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THE EVILS OF INFANT BAPTISM

By Robert Boyt C. Howell

CHAPTER 14

INFANT BAPTISM IS AN EVIL BECAUSE IT IS CONTRARY TO THE PRINCIPLES OF CIVIL AND RELIGIOUS FREEDOM

Nature of freedom; infant baptism destroys civil freedom; it destroys religious freedom; it enslaves the mind in all respects.

FREEDOM is a state of exemption from illegal control We enjoy civil freedom under a government in which our persons, our property, and all our rights, are secured, and protected, by just and equitable laws, promptly administered, and duly obeyed. Religious freedom is immunity from the dominion of men over our faith. He is free who worships and serves God without molestation, according to his own convictions of duty. Freedom has no affinity with lawless license. It cannot, on the contrary, be possessed without submission to the law. Government is essential to the condition of man. God has therefore instituted government, both civil and religious. Between these departments there is no conflict. They never contravene each other. As citizens of a common country, and moral and accountable beings, we are subject to both divine and human laws. Ours are the blessings of both. In the obedience rendered we are admonished by Messiah himself, to "give unto Caesar the things that are Caesar?s, and unto God the things that are God?s."

Civil government is of divine appointment. "The powers that be are ordained of God." As members of the body politic, every man is obliged scrupulously to conform to its legal requirements, in all cases in which they do not come into collision with his obligations to God. His duty to the Most High is more exalted and imperative than any other. Jehovah has not delegated his authority to earthly rulers of any class, whether they be officers of state, or ministers of religion. In faith and worship every man, as long as he infringes the rights of no other man, is accountable to God only. The disciples were forbidden to call any man on earth master. Messiah is himself sole Lord. Nor are they permitted illegally to rule each other. Even the apostles of Christ disavowed any authority in this respect. "Not" said they to their brethren, "that we have dominion over your faith, but are helpers of your joy;" (2 Corinthians 1:24.) and "Who art thou that judgest another man?s servant? To his own master he standeth or falleth." (Romans 14:4; James 4:12.) Freedom, political and religious, thus defined and understood, is, as we now see, not only the just right of every man, but, I will add, it is his inalienable right. He is not permitted to resign it even if he were so disposed; nor can he, by any power, be deprived of it without the grossest violence, and wrong. "Religious freedom is inalienable," says the distinguished and lamented Dr. Robert B. Semple, "because the opinions of men depending only on the evidence contemplated by their own minds, cannot follow the dictates of other men. It is inalienable, also, because what is here a right towards man, is a duty towards the Creator. It is the duty of every man to render the Creator such homage, and such only, as he believes to be acceptable to him. This duty is precedent both in order of time, and degree of obligation, to the claims of civil society. Before any man can be considered as a member of civil society, he must be considered as a subject of the Governor of the universe. And if a member of civil society who enters into any subordinate association, must always do it with a reservation of his duty to the general authority, much more must every man who becomes a member of any particular civil society, do it with a saving of his allegiance to the universal Sovereign. We maintain, therefore, that in matters of religion, no man?s right is abridged by the institution of civil society, and that religion is wholly exempt from its cognizance."1 These great facts and principles will be readily conceded by all enlightened American Christians, of every denomination. The time is past when, in this country at least, they will be called in question. Yet with them all infant baptism, as I shall now demonstrate, is wholly incompatible.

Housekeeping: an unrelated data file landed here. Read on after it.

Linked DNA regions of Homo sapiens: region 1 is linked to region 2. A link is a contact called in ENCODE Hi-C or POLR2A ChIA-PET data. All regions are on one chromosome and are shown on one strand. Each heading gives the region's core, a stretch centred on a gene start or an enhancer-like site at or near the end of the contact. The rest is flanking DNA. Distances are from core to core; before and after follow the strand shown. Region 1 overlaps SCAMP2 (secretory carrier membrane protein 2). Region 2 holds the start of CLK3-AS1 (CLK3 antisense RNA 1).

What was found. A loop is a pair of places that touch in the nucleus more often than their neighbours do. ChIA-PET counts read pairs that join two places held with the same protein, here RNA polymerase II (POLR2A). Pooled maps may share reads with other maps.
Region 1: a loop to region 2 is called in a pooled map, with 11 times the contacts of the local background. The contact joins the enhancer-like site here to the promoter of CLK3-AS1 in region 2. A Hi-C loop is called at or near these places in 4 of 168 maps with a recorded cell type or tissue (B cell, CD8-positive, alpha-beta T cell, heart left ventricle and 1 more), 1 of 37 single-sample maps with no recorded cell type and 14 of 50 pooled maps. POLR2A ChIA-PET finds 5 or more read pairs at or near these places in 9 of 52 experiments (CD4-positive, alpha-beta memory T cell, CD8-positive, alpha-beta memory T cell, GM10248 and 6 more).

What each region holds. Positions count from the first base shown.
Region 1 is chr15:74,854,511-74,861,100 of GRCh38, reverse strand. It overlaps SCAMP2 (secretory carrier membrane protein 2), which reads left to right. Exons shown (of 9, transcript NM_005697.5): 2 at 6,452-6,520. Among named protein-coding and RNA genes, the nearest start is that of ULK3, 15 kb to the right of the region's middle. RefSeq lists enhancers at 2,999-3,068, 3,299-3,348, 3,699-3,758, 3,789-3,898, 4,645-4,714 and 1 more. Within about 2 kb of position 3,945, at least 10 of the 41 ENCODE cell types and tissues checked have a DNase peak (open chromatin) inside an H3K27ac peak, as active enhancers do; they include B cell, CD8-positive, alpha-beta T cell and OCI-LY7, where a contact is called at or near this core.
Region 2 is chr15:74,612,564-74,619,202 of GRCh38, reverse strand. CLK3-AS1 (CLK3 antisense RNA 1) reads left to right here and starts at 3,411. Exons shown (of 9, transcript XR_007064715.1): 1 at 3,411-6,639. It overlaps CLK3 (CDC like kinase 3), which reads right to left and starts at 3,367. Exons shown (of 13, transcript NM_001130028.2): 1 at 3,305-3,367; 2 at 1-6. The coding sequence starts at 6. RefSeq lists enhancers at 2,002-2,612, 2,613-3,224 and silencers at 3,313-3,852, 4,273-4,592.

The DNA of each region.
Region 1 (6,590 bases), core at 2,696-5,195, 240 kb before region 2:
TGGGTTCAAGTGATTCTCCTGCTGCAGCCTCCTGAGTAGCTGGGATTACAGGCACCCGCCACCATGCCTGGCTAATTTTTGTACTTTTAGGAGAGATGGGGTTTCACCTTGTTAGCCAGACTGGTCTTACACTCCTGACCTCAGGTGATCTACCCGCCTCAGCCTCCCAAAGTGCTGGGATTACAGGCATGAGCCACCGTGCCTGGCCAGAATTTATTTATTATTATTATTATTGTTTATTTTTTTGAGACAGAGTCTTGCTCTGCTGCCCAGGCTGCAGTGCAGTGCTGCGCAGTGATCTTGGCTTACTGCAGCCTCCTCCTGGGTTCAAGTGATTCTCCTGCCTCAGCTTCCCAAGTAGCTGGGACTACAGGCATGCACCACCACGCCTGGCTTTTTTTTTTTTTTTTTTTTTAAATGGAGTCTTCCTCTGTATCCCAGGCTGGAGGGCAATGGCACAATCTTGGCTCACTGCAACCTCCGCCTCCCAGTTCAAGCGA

It is contrary to the principles of civil freedom.